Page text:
Autumn 2018: what your records show

Judith Garforth, 27/06/2019

Nature’s Calendar is a phenology project and when you add a record to the Nature’s Calendar website, it gets saved straight into the UK phenology database. Twice a year we analyse all the records added to the database during the previous six months, to find out how nature has responded to the weather during that time.

We’ve just finished analysing all your records from July to December 2018, and  here is a summary of what we’ve found out:

Weather

We don’t collect our own weather data, but use information from the Met Office to help put our nature records into context. If you can’t remember what the weather was like last year, here’s a quick reminder:

  • Overall, autumn 2018 was a largely warm season.
  • July, which was the second warmest since 1910, and was also a dry month.
  • There were considerable regional differences in rainfall during the rest of the season. North West Scotland was particularly wet in September and similarly Devon in November.
  • July and October were sunny months.

Nature

We calculated the UK average date for each species and event in autumn 2018 and compared it to the UK average date in the benchmark year of 2007*.

There was no overall pattern to the dates in autumn 2018; some species and events were earlier than then benchmark year, whereas others were later. This is in contract to recent autumns such as 2017 when most species and events were recorded earlier than during the benchmark year and 2016 when most autumn species and events were recorded later than during the benchmark year.

Migratory birds

Swifts were the first of the migratory birds to leave the UK as usual, with an average last recorded date of 8 August. House martins and swallows departed over a month later, in mid-September.

Swift (David Tipling Photo Library/Alamy Stock Photo)

House martin (northeastwildlife.co.uk)

Swallow (Jerome Murray/Alamy Stock Photo)

The average first recorded dates for fieldfares and redwings arriving in the UK were the 1 and 4 November; these dates are eight and nine days later than during the benchmark year.

Fieldfare (Laurie Campbell/WTML)

Redwing (Cephas Picture Library/Alamy Stock Photo)

Trees and shrubs

The first tinting of leaves on trees and shrubs started in September. Horse chestnut had the earliest average first tint date (2 September) most probably due to leaves changing colour early due to the leaf miner infestation.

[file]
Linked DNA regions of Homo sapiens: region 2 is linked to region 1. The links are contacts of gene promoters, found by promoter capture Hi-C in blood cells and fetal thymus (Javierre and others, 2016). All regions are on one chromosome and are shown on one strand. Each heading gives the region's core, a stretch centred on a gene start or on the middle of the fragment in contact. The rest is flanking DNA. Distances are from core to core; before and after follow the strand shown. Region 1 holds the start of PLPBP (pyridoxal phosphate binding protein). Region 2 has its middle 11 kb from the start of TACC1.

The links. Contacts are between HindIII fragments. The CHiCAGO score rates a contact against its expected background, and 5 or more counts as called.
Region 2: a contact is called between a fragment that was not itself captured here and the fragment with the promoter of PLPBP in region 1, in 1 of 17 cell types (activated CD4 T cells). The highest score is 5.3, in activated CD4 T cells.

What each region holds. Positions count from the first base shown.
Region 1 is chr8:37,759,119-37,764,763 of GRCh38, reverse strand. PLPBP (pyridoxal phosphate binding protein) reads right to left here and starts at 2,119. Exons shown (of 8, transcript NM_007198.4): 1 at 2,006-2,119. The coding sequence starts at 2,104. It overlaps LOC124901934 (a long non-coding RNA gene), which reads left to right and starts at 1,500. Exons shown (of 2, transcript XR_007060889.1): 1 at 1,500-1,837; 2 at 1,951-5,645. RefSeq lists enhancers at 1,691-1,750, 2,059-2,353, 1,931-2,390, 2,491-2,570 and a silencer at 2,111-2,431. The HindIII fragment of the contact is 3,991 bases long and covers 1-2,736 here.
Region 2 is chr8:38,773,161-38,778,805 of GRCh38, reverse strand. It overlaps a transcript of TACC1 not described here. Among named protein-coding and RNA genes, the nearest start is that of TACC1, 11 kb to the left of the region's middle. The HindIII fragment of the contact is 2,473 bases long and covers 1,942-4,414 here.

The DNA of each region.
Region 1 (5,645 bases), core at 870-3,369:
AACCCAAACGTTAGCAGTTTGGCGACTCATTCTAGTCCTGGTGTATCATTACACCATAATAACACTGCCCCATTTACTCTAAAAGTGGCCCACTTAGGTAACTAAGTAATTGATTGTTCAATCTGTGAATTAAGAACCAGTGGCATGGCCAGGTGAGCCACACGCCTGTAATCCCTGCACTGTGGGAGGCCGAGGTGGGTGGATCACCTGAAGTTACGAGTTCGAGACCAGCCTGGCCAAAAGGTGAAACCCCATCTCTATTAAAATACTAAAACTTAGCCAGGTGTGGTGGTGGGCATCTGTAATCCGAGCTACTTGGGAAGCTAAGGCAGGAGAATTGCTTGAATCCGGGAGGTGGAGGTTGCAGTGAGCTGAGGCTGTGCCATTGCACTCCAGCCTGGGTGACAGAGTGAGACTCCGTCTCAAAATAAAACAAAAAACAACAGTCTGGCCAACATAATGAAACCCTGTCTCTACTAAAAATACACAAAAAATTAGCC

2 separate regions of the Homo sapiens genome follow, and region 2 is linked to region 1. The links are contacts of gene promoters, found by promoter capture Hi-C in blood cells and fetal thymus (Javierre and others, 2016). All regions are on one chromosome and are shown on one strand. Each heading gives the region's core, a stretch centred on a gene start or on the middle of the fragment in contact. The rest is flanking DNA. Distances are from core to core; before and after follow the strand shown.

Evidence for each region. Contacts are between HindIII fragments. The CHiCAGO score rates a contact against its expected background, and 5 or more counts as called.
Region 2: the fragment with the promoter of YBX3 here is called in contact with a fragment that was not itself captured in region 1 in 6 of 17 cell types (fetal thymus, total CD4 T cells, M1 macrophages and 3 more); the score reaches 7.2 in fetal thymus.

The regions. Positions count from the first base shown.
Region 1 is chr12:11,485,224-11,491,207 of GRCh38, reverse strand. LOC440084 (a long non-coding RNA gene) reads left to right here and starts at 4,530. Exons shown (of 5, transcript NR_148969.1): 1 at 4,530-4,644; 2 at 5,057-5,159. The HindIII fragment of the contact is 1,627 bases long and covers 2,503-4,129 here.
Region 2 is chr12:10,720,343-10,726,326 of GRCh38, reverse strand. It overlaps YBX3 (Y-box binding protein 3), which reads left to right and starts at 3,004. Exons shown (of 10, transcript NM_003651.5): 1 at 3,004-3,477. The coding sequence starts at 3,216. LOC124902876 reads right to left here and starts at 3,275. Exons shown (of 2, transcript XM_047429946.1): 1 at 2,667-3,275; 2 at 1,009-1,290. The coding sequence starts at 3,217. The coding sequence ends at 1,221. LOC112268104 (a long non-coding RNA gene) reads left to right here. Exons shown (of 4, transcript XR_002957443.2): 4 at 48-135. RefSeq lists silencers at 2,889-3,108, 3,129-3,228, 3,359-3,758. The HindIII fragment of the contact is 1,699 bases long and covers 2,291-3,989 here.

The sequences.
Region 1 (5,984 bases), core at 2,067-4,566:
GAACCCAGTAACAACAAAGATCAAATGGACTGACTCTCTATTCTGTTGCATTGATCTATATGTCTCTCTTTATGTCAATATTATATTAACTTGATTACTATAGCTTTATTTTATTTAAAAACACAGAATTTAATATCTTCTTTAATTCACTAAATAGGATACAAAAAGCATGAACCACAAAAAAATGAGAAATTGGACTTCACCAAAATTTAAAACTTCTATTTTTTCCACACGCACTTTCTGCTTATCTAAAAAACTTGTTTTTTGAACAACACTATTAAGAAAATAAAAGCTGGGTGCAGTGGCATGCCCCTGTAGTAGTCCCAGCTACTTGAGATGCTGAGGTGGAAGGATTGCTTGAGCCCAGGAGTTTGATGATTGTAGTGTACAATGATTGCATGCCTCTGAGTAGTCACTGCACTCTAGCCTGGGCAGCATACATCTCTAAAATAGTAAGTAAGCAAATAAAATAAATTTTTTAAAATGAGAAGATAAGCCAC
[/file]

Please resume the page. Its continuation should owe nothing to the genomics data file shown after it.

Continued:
First tinting of elder (13 September) and rowan (17 September) came next, and first tinting of ash and oak was seen later in the season. The average first tint date for oak (2 October) was a month later than for horse chestnut.

First tinting of ash and elder was a week earlier than the benchmark year, whereas first tinting of pedunculate oak was a week later than the benchmark year.

Rowan first autumn tinting (Ben Lee/WTML)

Horse chestnut first autumn tinting (Ben Lee/WTML)

Oak first autumn tinting (Ben Lee/WTML)

Lawn cutting

The average date of the last lawn cut was 27 October, which is three days earlier than during the benchmark year, although many of you found it necessary to mow your lawn all winter.

Thank you

If you’d like to find out more, the full autumn 2018 analysis along with reports from previous seasons, is available to read on the analysis section of our website.

A huge thank you to everyone that submitted a record from July to December last year and made this analysis possible. We really appreciate all the time and effort you put into recording.

Your records contribute to a powerful dataset that helps scientists to understand nature’s response to changes in the environment; so please recording!

*Ideally, we’d compare to a long-term average, but because the project is only 19 years old, we don’t have enough years of data to do this yet. Instead, we chose 2007 as a benchmark year because the mean monthly temperatures during autumn 2007 were similar to the 1961-90 30-year averages.

 

 

Join thousands of other people and let us know what's happening to wildlife near you.

Join thousands of other people and let us know what's happening to wildlife near you.

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